Across the country, schools at all grade levels have successfully started another school year. Fall is just around the corner and, as September turns to October, this is typically a time for Sunday School classes to go back in session.
Today’s Sunday School, especially for children, looks much different from what you probably experienced as a child. If it hasn’t progressed much at your church, your facility is, as they say, “behind the times.” Just as with regular classroom settings, Sunday School teachers are utilizing a variety of teaching methods, technologies and interactive programs to keep children tuned in, attentive and interested in the learning process.
As Jim Wideman wrote in his book, Children’s Ministry in the 21st Century, “The biggest problem I see with so many churches is that they can’t look ahead for looking behind….Forget the past and look forward to what’s ahead. We need to quit looking at the way we’ve always done things and consider instead what’ll launch us into current and future cultures. Let’s concentrate on what tomorrow’s church will look like and effectively train kids now so they can take their place in that church.”
The idea is to immerse young minds now so they not only learn important Christian principles and Biblical teachings, but that they become lifelong church goers, no matter where their life path may take them in the future.
Sunday School Activity Ideas for Children
Some suggested Sunday School activities for children could include breaking up teaching methods by using a variety of delivery methods such as video, music, games, online technology, puppet shows, crafts (especially for the younger children) and hands-on activities. You could involve kids in helping to create a puppet show or make a video about a Bible lesson or story. Perhaps that same lesson could be broken down into learning stations, with each station offering a different activity to do. Check out http://www.greatgroupgames.com/sunday-school-games.htm for a list of games broken down by doing the games for lessons or for bonding experiences.
Get children involved in trivia while teaching them Bible lessons. Perhaps create a permanent trivia corner with questions that change each week to reflect that week’s lesson. Other areas, depending upon the amount of space you have at your Sunday School, could include a reading nook, a puzzle table, a crafts corner, an interactive learning game area, etc.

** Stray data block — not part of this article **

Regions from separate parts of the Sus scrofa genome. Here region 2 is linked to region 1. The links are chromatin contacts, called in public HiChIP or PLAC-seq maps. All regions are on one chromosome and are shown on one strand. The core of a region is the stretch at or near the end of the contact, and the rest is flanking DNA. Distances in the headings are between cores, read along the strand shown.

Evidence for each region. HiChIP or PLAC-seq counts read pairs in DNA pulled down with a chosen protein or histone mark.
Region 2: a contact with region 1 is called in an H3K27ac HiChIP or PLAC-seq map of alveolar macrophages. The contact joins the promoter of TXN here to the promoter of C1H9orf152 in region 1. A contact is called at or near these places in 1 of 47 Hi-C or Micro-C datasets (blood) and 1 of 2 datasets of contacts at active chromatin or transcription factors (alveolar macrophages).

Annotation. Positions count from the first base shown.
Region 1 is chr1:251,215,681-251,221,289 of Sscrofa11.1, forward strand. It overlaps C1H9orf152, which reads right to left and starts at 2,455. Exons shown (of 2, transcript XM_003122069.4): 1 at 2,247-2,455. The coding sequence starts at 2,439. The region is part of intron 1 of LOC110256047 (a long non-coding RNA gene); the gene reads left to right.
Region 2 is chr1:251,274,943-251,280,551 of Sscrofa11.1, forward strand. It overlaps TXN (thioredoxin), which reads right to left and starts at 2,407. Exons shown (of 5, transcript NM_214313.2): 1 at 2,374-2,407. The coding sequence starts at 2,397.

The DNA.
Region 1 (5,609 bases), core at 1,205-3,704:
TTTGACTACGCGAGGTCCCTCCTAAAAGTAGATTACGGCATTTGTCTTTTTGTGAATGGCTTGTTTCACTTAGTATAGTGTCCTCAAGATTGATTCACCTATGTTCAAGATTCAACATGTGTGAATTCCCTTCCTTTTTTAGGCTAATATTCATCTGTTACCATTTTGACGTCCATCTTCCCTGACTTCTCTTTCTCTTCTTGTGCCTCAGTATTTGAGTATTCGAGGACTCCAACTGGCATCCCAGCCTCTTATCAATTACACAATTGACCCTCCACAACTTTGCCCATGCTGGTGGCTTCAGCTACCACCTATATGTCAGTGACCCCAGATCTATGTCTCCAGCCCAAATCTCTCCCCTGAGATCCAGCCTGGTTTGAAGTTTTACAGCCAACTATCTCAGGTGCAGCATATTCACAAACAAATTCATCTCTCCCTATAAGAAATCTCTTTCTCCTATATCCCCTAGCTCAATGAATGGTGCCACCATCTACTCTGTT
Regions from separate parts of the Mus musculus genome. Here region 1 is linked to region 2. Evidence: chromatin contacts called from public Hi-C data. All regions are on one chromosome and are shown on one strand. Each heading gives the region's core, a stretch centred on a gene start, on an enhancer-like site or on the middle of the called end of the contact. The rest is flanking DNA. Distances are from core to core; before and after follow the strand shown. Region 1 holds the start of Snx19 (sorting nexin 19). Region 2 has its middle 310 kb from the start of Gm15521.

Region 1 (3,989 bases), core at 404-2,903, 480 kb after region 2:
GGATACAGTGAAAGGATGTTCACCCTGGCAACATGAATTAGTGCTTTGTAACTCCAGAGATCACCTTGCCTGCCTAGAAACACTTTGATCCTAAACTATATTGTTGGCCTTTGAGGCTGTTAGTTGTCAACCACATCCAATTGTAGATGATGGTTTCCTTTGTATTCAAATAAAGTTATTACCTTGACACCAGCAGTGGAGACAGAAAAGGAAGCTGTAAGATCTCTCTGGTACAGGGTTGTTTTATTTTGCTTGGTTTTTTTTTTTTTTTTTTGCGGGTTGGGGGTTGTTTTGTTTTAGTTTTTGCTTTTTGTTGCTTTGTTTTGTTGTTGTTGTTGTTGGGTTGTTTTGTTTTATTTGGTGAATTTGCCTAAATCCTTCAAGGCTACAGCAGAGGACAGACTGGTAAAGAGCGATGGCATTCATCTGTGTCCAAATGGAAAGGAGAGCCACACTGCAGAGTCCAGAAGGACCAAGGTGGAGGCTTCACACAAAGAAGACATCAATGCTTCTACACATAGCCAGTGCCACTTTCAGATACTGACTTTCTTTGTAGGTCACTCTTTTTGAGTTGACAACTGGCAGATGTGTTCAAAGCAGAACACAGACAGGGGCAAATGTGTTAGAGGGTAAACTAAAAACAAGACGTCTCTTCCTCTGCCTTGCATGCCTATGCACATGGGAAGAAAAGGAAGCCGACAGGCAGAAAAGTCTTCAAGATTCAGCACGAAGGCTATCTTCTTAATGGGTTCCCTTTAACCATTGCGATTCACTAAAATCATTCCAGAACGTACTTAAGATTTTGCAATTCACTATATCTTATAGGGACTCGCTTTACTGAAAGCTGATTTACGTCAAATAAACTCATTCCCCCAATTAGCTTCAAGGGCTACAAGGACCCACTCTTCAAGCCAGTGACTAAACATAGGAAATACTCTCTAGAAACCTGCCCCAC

Sunday School Activity Ideas for Adults
With regard to adult Sunday School activities, perhaps consider bringing in material from other faith curriculums on timeless topics that apply across religions. For example, on subjects such as living intentionally, identity in Christ or making prayer a priority. People across many Christian faith variations still face these common struggles and questions. This approach could give an alternative perspective. One such place would be obtaining adult learning materials from the Regular Baptist Press to use at your Methodist, Episcopalian or nondenominational church. Have a themed series or a popular guest speaker occasionally to break up the routine.
Consider having a quarterly or biannual brainstorming session with your group to see what they would like to do. Are there religious principles or questions they would like to delve into more? Is there a particular section of the Bible a few would like to study more closely? Depending on the size and overall feel of your group, it’s up to you to decide if this should be an open discussion group or by way of anonymous suggestions. It’s whatever will be most comfortable for members of your Sunday School. Sometimes, one or two members have strong voices and can monopolize discussion time. In those instances, you may prefer to pass out uniform slips of paper, offer a brief opening explanation, perhaps list a few questions for them to ponder on a chalkboard or whiteboard and let them tell you about their religious concerns and questions.
Creating an Inviting Sunday School Space
You’ll want to be sure to create an interactive, flexible and open, comfortable space for adults. One week, activity tables and folding chairs may be needed. Another week, having open space to break into small discussion groups might be the order of the day. Be sure to have it feel open and inviting. Adults don’t want to feel like they are being crammed back into a tight schoolspace. They want room to take notes, have their Bibles or other reference materials open, room for their belongings, a cup of coffee, etc. These things are important when considering table sizes to order or how many chairs to sit at each table.
For Sunday School areas for children, open spaces are again a popular favorite. This has the feel of a blank canvas to handle the variety of needs that will surely come up–like reenactments, puppet shows, plays, interactive games, etc. Some churches are making this into a themed area. Perhaps this is the chance to bring the Garden of Eden to life with wall murals and the like. Or create your own version of Noah’s Ark. It’s a rare opportunity to come in and create some artistic wall murals and similar items.
If you like the idea of work stations, a small investment of adjustable tables or folding tables and chairs could make this much easier to implement. At Advantage Church Chairs, we think you will be amazed by the selection of colors and materials now available in folding chairs. We even have padded folding chairs and folding chair carts and caddies to help with storage and moving chairs to other areas for multi-use. If it’s time to update or make some changes in your adult or children’s Sunday School areas, contact Advantage Church Chairs. We can help you update your furnishings and make your space more flexible and multi-purpose. You can find us online at advantagechurchchairs.com and by calling 1 (855) 294-0532.